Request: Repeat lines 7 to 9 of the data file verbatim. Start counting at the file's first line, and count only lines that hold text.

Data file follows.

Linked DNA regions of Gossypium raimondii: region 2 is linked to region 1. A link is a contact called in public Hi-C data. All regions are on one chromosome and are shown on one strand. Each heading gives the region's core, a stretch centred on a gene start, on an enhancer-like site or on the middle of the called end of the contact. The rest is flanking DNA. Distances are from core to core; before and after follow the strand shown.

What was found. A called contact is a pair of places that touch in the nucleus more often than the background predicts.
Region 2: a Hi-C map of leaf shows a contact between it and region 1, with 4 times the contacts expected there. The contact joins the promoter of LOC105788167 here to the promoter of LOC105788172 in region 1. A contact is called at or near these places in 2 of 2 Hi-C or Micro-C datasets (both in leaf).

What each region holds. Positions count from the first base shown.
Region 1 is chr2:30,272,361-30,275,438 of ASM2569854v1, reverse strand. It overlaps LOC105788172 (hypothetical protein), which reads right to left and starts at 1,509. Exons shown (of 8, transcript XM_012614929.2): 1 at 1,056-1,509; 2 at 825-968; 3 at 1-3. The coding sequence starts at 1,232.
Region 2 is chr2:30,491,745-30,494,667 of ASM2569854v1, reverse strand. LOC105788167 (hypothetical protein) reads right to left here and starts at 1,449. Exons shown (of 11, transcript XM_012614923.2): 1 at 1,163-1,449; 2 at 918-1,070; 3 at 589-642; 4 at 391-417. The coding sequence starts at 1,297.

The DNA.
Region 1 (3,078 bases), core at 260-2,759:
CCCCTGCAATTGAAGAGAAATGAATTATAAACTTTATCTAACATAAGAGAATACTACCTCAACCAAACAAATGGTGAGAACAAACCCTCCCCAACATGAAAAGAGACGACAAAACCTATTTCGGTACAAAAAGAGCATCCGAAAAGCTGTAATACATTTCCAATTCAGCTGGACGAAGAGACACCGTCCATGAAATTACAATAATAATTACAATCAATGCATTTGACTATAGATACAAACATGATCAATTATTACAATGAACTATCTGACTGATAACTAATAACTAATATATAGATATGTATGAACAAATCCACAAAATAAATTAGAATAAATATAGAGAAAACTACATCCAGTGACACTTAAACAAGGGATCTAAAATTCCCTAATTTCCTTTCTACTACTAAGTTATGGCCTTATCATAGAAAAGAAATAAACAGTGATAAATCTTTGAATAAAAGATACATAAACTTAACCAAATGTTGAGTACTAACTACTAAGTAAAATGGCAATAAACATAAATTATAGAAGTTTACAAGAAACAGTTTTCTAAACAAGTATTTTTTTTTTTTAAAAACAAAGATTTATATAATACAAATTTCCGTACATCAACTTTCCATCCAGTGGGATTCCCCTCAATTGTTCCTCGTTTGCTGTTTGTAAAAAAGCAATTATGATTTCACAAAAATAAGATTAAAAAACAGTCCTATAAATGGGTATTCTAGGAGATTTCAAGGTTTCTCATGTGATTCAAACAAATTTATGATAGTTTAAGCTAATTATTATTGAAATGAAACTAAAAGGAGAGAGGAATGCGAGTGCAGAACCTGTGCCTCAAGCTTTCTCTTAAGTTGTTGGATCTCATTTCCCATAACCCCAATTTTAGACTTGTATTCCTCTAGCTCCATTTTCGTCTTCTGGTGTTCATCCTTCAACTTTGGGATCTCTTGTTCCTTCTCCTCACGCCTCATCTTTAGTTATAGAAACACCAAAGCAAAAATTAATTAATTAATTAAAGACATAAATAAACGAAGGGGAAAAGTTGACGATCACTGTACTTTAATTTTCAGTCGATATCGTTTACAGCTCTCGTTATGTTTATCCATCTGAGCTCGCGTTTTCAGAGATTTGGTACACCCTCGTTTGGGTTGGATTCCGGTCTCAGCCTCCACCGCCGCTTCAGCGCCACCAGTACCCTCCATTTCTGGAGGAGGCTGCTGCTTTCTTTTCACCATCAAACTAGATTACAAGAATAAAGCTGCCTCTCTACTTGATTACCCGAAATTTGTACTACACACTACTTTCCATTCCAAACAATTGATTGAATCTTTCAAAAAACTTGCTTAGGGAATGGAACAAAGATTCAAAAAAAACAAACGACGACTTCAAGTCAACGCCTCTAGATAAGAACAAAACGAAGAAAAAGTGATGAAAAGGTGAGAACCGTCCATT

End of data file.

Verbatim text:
The DNA.
Region 1 (3,078 bases), core at 260-2,759:
CCCCTGCAATTGAAGAGAAATGAATTATAAACTTTATCTAACATAAGAGAATACTACCTCAACCAAACAAATGGTGAGAACAAACCCTCCCCAACATGAAAAGAGACGACAAAACCTATTTCGGTACAAAAAGAGCATCCGAAAAGCTGTAATACATTTCCAATTCAGCTGGACGAAGAGACACCGTCCATGAAATTACAATAATAATTACAATCAATGCATTTGACTATAGATACAAACATGATCAATTATTACAATGAACTATCTGACTGATAACTAATAACTAATATATAGATATGTATGAACAAATCCACAAAATAAATTAGAATAAATATAGAGAAAACTACATCCAGTGACACTTAAACAAGGGATCTAAAATTCCCTAATTTCCTTTCTACTACTAAGTTATGGCCTTATCATAGAAAAGAAATAAACAGTGATAAATCTTTGAATAAAAGATACATAAACTTAACCAAATGTTGAGTACTAACTACTAAGTAAAATGGCAATAAACATAAATTATAGAAGTTTACAAGAAACAGTTTTCTAAACAAGTATTTTTTTTTTTTAAAAACAAAGATTTATATAATACAAATTTCCGTACATCAACTTTCCATCCAGTGGGATTCCCCTCAATTGTTCCTCGTTTGCTGTTTGTAAAAAAGCAATTATGATTTCACAAAAATAAGATTAAAAAACAGTCCTATAAATGGGTATTCTAGGAGATTTCAAGGTTTCTCATGTGATTCAAACAAATTTATGATAGTTTAAGCTAATTATTATTGAAATGAAACTAAAAGGAGAGAGGAATGCGAGTGCAGAACCTGTGCCTCAAGCTTTCTCTTAAGTTGTTGGATCTCATTTCCCATAACCCCAATTTTAGACTTGTATTCCTCTAGCTCCATTTTCGTCTTCTGGTGTTCATCCTTCAACTTTGGGATCTCTTGTTCCTTCTCCTCACGCCTCATCTTTAGTTATAGAAACACCAAAGCAAAAATTAATTAATTAATTAAAGACATAAATAAACGAAGGGGAAAAGTTGACGATCACTGTACTTTAATTTTCAGTCGATATCGTTTACAGCTCTCGTTATGTTTATCCATCTGAGCTCGCGTTTTCAGAGATTTGGTACACCCTCGTTTGGGTTGGATTCCGGTCTCAGCCTCCACCGCCGCTTCAGCGCCACCAGTACCCTCCATTTCTGGAGGAGGCTGCTGCTTTCTTTTCACCATCAAACTAGATTACAAGAATAAAGCTGCCTCTCTACTTGATTACCCGAAATTTGTACTACACACTACTTTCCATTCCAAACAATTGATTGAATCTTTCAAAAAACTTGCTTAGGGAATGGAACAAAGATTCAAAAAAAACAAACGACGACTTCAAGTCAACGCCTCTAGATAAGAACAAAACGAAGAAAAAGTGATGAAAAGGTGAGAACCGTCCATT